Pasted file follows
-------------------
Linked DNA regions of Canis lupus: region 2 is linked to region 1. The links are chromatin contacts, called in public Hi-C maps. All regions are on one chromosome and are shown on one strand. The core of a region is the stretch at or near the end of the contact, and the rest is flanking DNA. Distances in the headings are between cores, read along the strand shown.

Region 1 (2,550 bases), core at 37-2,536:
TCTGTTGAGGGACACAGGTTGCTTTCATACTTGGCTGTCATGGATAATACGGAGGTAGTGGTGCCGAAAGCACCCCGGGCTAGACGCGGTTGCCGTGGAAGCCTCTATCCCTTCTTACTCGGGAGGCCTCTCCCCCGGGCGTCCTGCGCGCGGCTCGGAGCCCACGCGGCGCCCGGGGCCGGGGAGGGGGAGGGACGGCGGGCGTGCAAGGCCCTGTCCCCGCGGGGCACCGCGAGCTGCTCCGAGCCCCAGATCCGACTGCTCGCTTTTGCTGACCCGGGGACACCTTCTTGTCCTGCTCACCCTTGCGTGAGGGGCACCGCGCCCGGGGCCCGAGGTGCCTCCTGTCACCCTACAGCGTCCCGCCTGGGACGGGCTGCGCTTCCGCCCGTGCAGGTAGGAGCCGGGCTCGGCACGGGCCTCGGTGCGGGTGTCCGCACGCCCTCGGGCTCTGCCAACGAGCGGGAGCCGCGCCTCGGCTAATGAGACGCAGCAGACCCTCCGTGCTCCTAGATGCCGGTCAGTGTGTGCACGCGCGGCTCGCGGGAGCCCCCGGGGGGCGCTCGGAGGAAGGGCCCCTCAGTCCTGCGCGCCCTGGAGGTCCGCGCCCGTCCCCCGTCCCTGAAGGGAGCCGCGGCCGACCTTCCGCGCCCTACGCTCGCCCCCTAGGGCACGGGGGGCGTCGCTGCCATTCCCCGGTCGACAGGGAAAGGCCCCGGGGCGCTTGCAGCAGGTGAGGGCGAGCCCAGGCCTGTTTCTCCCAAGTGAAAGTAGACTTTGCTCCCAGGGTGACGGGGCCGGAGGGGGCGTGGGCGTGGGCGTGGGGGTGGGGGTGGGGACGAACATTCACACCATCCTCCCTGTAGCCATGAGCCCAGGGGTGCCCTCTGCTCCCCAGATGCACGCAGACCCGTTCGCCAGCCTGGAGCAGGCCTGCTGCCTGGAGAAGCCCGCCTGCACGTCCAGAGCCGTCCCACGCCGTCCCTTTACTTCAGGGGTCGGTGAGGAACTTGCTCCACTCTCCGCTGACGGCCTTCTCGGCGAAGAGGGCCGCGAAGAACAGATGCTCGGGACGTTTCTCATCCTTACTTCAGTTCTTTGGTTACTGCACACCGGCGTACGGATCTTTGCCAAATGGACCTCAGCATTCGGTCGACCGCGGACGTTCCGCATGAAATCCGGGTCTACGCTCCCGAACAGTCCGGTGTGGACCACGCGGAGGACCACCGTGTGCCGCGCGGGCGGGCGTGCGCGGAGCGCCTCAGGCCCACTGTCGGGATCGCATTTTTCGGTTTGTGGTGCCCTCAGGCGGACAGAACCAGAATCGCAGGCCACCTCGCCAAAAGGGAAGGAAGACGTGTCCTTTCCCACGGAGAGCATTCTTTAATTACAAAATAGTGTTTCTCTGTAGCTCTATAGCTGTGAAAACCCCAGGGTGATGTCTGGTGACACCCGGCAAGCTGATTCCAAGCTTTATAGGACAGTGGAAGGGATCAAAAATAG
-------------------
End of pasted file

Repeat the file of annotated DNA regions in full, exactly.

Linked DNA regions of Canis lupus: region 2 is linked to region 1. The links are chromatin contacts, called in public Hi-C maps. All regions are on one chromosome and are shown on one strand. The core of a region is the stretch at or near the end of the contact, and the rest is flanking DNA. Distances in the headings are between cores, read along the strand shown.

Region 1 (2,550 bases), core at 37-2,536:
TCTGTTGAGGGACACAGGTTGCTTTCATACTTGGCTGTCATGGATAATACGGAGGTAGTGGTGCCGAAAGCACCCCGGGCTAGACGCGGTTGCCGTGGAAGCCTCTATCCCTTCTTACTCGGGAGGCCTCTCCCCCGGGCGTCCTGCGCGCGGCTCGGAGCCCACGCGGCGCCCGGGGCCGGGGAGGGGGAGGGACGGCGGGCGTGCAAGGCCCTGTCCCCGCGGGGCACCGCGAGCTGCTCCGAGCCCCAGATCCGACTGCTCGCTTTTGCTGACCCGGGGACACCTTCTTGTCCTGCTCACCCTTGCGTGAGGGGCACCGCGCCCGGGGCCCGAGGTGCCTCCTGTCACCCTACAGCGTCCCGCCTGGGACGGGCTGCGCTTCCGCCCGTGCAGGTAGGAGCCGGGCTCGGCACGGGCCTCGGTGCGGGTGTCCGCACGCCCTCGGGCTCTGCCAACGAGCGGGAGCCGCGCCTCGGCTAATGAGACGCAGCAGACCCTCCGTGCTCCTAGATGCCGGTCAGTGTGTGCACGCGCGGCTCGCGGGAGCCCCCGGGGGGCGCTCGGAGGAAGGGCCCCTCAGTCCTGCGCGCCCTGGAGGTCCGCGCCCGTCCCCCGTCCCTGAAGGGAGCCGCGGCCGACCTTCCGCGCCCTACGCTCGCCCCCTAGGGCACGGGGGGCGTCGCTGCCATTCCCCGGTCGACAGGGAAAGGCCCCGGGGCGCTTGCAGCAGGTGAGGGCGAGCCCAGGCCTGTTTCTCCCAAGTGAAAGTAGACTTTGCTCCCAGGGTGACGGGGCCGGAGGGGGCGTGGGCGTGGGCGTGGGGGTGGGGGTGGGGACGAACATTCACACCATCCTCCCTGTAGCCATGAGCCCAGGGGTGCCCTCTGCTCCCCAGATGCACGCAGACCCGTTCGCCAGCCTGGAGCAGGCCTGCTGCCTGGAGAAGCCCGCCTGCACGTCCAGAGCCGTCCCACGCCGTCCCTTTACTTCAGGGGTCGGTGAGGAACTTGCTCCACTCTCCGCTGACGGCCTTCTCGGCGAAGAGGGCCGCGAAGAACAGATGCTCGGGACGTTTCTCATCCTTACTTCAGTTCTTTGGTTACTGCACACCGGCGTACGGATCTTTGCCAAATGGACCTCAGCATTCGGTCGACCGCGGACGTTCCGCATGAAATCCGGGTCTACGCTCCCGAACAGTCCGGTGTGGACCACGCGGAGGACCACCGTGTGCCGCGCGGGCGGGCGTGCGCGGAGCGCCTCAGGCCCACTGTCGGGATCGCATTTTTCGGTTTGTGGTGCCCTCAGGCGGACAGAACCAGAATCGCAGGCCACCTCGCCAAAAGGGAAGGAAGACGTGTCCTTTCCCACGGAGAGCATTCTTTAATTACAAAATAGTGTTTCTCTGTAGCTCTATAGCTGTGAAAACCCCAGGGTGATGTCTGGTGACACCCGGCAAGCTGATTCCAAGCTTTATAGGACAGTGGAAGGGATCAAAAATAG